Playing a sport teaches you many valuable lessons about teamwork, leadership, and determination. My experiences as a volleyball player in elementary school, middle school, and high school have taught me more about life than I ever expected to learn. Here are the nine most important life lessons I've learned from my time as a student athlete:
1. The amount of experience you have is meaningless if you don’t put forth your best effort at all times.
I played volleyball from fourth grade through high school, and I was never the strongest player on my team even though I was often the most experienced. Some of the best players on my team were people who had played for a very short time. The length of time you have spent doing something is not what makes you successful – what really matters is how much effort you put into that time. If you want to succeed at something, you cannot be careless or lose sight of your goals. Pure commitment and dedication are crucial to success, whether it is in school, a job, or a sport. If you love doing something and want to succeed, you have to want it more than anything else and more than anyone else does.
2. Confidence is everything.
People will always try to tear you down. I've dealt with rude fans from opposing teams, parents who spoke badly of players, and even teammates who spoke negatively of me or other teammates. No matter who is belittling you, you cannot let it get to you. Once you stop believing in yourself and your abilities, others will sense that and stop believing as well. When a player from the opposing team senses a weak or insecure player, they aim for that player repeatedly because they know that anyone who is hesitant or doubtful will crack under pressure. In life and in volleyball, being timid or fearful is not going to get you far. Cockiness is not a good quality to possess, but confidence is vital. Believe in yourself and everything that you are, and you can accomplish anything you set out to do.
3. Your thoughts can make or break you.
My coach always liked to say that volleyball is 90 percent mental. She was absolutely right – if you do not have positive thoughts in your mind, you will not have the confidence to do well. Inversely, having too many positive thoughts can elicit arrogance. It is imperative to have your thoughts balanced, because they will either be a force behind your great success or a factor in your downfall. It is also important to fully focus on any task you are given, because the more your mind wanders towards thoughts that are unrelated to what you are doing, the more likely you are to perform poorly.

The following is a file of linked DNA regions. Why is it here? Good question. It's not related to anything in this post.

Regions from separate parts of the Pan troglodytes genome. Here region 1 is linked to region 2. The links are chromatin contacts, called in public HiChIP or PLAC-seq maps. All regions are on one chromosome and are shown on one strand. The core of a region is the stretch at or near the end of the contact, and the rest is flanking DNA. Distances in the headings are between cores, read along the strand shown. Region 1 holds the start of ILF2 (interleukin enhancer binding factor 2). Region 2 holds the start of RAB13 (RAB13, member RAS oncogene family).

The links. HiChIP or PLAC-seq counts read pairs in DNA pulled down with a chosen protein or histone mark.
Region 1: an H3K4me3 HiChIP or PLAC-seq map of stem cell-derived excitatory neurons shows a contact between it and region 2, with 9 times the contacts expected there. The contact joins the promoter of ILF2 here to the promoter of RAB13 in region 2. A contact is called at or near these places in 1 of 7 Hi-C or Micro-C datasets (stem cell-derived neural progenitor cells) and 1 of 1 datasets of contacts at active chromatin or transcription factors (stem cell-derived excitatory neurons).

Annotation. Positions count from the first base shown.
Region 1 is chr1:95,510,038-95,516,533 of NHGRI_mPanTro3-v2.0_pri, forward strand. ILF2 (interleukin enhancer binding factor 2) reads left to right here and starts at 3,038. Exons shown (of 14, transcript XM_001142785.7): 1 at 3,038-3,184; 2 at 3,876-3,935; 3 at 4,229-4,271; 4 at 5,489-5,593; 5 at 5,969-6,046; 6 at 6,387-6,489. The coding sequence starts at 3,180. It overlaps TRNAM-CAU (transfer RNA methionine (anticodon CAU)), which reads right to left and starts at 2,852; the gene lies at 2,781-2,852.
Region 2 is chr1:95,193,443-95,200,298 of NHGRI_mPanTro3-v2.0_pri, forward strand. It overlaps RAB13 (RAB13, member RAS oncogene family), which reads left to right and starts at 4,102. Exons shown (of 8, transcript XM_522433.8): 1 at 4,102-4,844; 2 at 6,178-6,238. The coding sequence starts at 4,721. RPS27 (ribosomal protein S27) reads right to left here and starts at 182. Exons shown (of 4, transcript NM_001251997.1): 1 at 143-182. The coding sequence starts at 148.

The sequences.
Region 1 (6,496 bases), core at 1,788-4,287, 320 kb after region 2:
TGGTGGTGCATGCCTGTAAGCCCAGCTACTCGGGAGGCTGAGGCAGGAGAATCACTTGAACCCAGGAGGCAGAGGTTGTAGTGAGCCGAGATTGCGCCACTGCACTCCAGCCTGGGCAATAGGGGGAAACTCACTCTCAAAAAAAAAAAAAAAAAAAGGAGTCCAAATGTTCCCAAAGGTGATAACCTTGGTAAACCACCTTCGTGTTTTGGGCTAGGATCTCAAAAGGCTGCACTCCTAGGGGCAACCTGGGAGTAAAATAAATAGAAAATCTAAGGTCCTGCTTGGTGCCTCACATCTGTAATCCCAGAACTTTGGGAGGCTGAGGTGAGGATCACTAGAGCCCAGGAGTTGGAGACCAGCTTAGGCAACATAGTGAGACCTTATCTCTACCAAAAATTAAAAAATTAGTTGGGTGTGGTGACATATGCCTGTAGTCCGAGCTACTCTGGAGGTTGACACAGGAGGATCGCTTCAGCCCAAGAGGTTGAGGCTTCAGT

4. You can work your ass off and still not be good enough – and that’s okay.
No matter how hard you work, someone else might still be better than you and more suitable for the spot that you want and feel like you deserve. That should never discourage you from continuing to work your hardest. Never let rejection deter you from putting yourself out there and doing great things. Your efforts will be rewarded eventually, as long as you continue to work as conscientiously as you have been.
5. You must be able to put aside your differences and work well with people you don’t get along with.
It's sad to watch teams fall apart because people could not get along. Petty personal differences should never get in the way of well-deserved wins. If a team can't be civil and work well together, they have no business calling themselves a team. The ability to get along with others, at least for long enough to get a task done, is a valuable life skill. Whether you love your teammates or hate them, you are still part of a group and are expected to work well together. In the real world, you will be forced to work with people you don't like, but that will not grant you the right to be blatantly rude and uncooperative.
6. Never think you’re too good for something.
Cockiness is a tragic flaw. Never think you are above doing a task that can help you improve upon your abilities. No matter how amazing you are at something, there is always room for improvement and you should consistently aim to get better every single day.
7. The best leader is the person who sets a good example for everyone.
The best captains are the ones who consistently rally the team and never show signs of weakness or defeat. The best leaders are the ones who stay positive and encourage others to keep the same mentality. Leading by example is so powerful and can cause a ripple effect of success or failure. Once a person in power begins to show others that he or she is giving up, everyone will soon follow his or her lead. A good leader has a great work ethic and influences others to possess the same desire to succeed.
8. Practice does not necessarily make perfect – practice makes permanent.
When you practice for something, you have to practice at the same level you would if it was the real thing. If you're practicing at a level that is below the amount of effort you would give for the real thing, you're only cheating yourself out of success by looking for a shortcut. Bad habits picked up while practicing will always stick, so it is essential to work through whatever difficulties you may have while you have the chance.
9. Never lose hope when things get tough.
A game is only over when you stop believing in yourself and your abilities. When you stop caring and stop trying because you think putting forth more effort is hopeless, you are already defeated. There will be hardships you must face in life, and although it may seem easy to give up and walk away from something you worked so hard for, you owe it to yourself to power through. Tough situations can always turn themselves around and lead to a great reward, and with perseverance, hope, and confidence, they will.